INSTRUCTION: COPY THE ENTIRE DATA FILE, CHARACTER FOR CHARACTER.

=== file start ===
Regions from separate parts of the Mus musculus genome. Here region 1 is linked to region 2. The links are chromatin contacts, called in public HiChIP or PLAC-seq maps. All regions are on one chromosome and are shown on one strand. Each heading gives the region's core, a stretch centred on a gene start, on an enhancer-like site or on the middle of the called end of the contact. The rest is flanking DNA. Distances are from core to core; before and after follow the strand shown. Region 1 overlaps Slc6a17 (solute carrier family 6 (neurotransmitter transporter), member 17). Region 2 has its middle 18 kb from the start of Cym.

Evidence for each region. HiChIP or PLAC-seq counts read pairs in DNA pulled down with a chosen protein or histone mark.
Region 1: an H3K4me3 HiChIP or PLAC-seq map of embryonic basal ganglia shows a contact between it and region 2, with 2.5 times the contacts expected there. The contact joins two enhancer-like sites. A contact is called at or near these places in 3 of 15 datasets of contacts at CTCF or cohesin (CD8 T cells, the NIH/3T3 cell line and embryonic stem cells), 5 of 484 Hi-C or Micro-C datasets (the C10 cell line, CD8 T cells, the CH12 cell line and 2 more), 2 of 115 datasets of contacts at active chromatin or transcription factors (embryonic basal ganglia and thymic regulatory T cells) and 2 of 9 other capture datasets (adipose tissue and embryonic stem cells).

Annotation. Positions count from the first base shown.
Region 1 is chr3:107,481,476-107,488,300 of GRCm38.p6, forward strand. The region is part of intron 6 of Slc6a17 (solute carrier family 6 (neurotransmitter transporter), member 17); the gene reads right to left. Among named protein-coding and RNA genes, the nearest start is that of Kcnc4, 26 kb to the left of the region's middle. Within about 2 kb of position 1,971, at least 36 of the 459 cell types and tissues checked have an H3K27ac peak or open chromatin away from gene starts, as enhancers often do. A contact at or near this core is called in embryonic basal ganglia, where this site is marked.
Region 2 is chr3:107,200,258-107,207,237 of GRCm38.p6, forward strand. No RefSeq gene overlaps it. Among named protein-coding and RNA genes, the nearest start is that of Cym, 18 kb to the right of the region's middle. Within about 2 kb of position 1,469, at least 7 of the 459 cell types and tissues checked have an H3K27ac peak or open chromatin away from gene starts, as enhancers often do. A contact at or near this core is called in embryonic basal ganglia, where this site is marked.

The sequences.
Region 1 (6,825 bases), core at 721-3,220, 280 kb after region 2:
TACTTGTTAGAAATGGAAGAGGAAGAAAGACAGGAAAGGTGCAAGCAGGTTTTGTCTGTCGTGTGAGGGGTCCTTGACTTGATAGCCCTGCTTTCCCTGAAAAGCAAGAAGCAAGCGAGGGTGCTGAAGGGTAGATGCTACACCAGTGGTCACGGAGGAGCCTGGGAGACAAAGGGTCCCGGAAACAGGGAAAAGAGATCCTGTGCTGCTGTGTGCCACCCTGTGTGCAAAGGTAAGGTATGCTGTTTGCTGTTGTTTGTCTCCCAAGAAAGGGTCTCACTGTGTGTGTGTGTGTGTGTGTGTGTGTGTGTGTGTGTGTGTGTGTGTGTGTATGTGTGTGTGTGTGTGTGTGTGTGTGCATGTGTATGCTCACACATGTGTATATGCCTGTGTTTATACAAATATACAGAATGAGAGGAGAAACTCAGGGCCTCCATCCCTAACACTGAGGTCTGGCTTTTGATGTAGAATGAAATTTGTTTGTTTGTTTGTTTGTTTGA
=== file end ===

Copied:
Regions from separate parts of the Mus musculus genome. Here region 1 is linked to region 2. The links are chromatin contacts, called in public HiChIP or PLAC-seq maps. All regions are on one chromosome and are shown on one strand. Each heading gives the region's core, a stretch centred on a gene start, on an enhancer-like site or on the middle of the called end of the contact. The rest is flanking DNA. Distances are from core to core; before and after follow the strand shown. Region 1 overlaps Slc6a17 (solute carrier family 6 (neurotransmitter transporter), member 17). Region 2 has its middle 18 kb from the start of Cym.

Evidence for each region. HiChIP or PLAC-seq counts read pairs in DNA pulled down with a chosen protein or histone mark.
Region 1: an H3K4me3 HiChIP or PLAC-seq map of embryonic basal ganglia shows a contact between it and region 2, with 2.5 times the contacts expected there. The contact joins two enhancer-like sites. A contact is called at or near these places in 3 of 15 datasets of contacts at CTCF or cohesin (CD8 T cells, the NIH/3T3 cell line and embryonic stem cells), 5 of 484 Hi-C or Micro-C datasets (the C10 cell line, CD8 T cells, the CH12 cell line and 2 more), 2 of 115 datasets of contacts at active chromatin or transcription factors (embryonic basal ganglia and thymic regulatory T cells) and 2 of 9 other capture datasets (adipose tissue and embryonic stem cells).

Annotation. Positions count from the first base shown.
Region 1 is chr3:107,481,476-107,488,300 of GRCm38.p6, forward strand. The region is part of intron 6 of Slc6a17 (solute carrier family 6 (neurotransmitter transporter), member 17); the gene reads right to left. Among named protein-coding and RNA genes, the nearest start is that of Kcnc4, 26 kb to the left of the region's middle. Within about 2 kb of position 1,971, at least 36 of the 459 cell types and tissues checked have an H3K27ac peak or open chromatin away from gene starts, as enhancers often do. A contact at or near this core is called in embryonic basal ganglia, where this site is marked.
Region 2 is chr3:107,200,258-107,207,237 of GRCm38.p6, forward strand. No RefSeq gene overlaps it. Among named protein-coding and RNA genes, the nearest start is that of Cym, 18 kb to the right of the region's middle. Within about 2 kb of position 1,469, at least 7 of the 459 cell types and tissues checked have an H3K27ac peak or open chromatin away from gene starts, as enhancers often do. A contact at or near this core is called in embryonic basal ganglia, where this site is marked.

The sequences.
Region 1 (6,825 bases), core at 721-3,220, 280 kb after region 2:
TACTTGTTAGAAATGGAAGAGGAAGAAAGACAGGAAAGGTGCAAGCAGGTTTTGTCTGTCGTGTGAGGGGTCCTTGACTTGATAGCCCTGCTTTCCCTGAAAAGCAAGAAGCAAGCGAGGGTGCTGAAGGGTAGATGCTACACCAGTGGTCACGGAGGAGCCTGGGAGACAAAGGGTCCCGGAAACAGGGAAAAGAGATCCTGTGCTGCTGTGTGCCACCCTGTGTGCAAAGGTAAGGTATGCTGTTTGCTGTTGTTTGTCTCCCAAGAAAGGGTCTCACTGTGTGTGTGTGTGTGTGTGTGTGTGTGTGTGTGTGTGTGTGTGTGTGTGTATGTGTGTGTGTGTGTGTGTGTGTGTGCATGTGTATGCTCACACATGTGTATATGCCTGTGTTTATACAAATATACAGAATGAGAGGAGAAACTCAGGGCCTCCATCCCTAACACTGAGGTCTGGCTTTTGATGTAGAATGAAATTTGTTTGTTTGTTTGTTTGTTTGA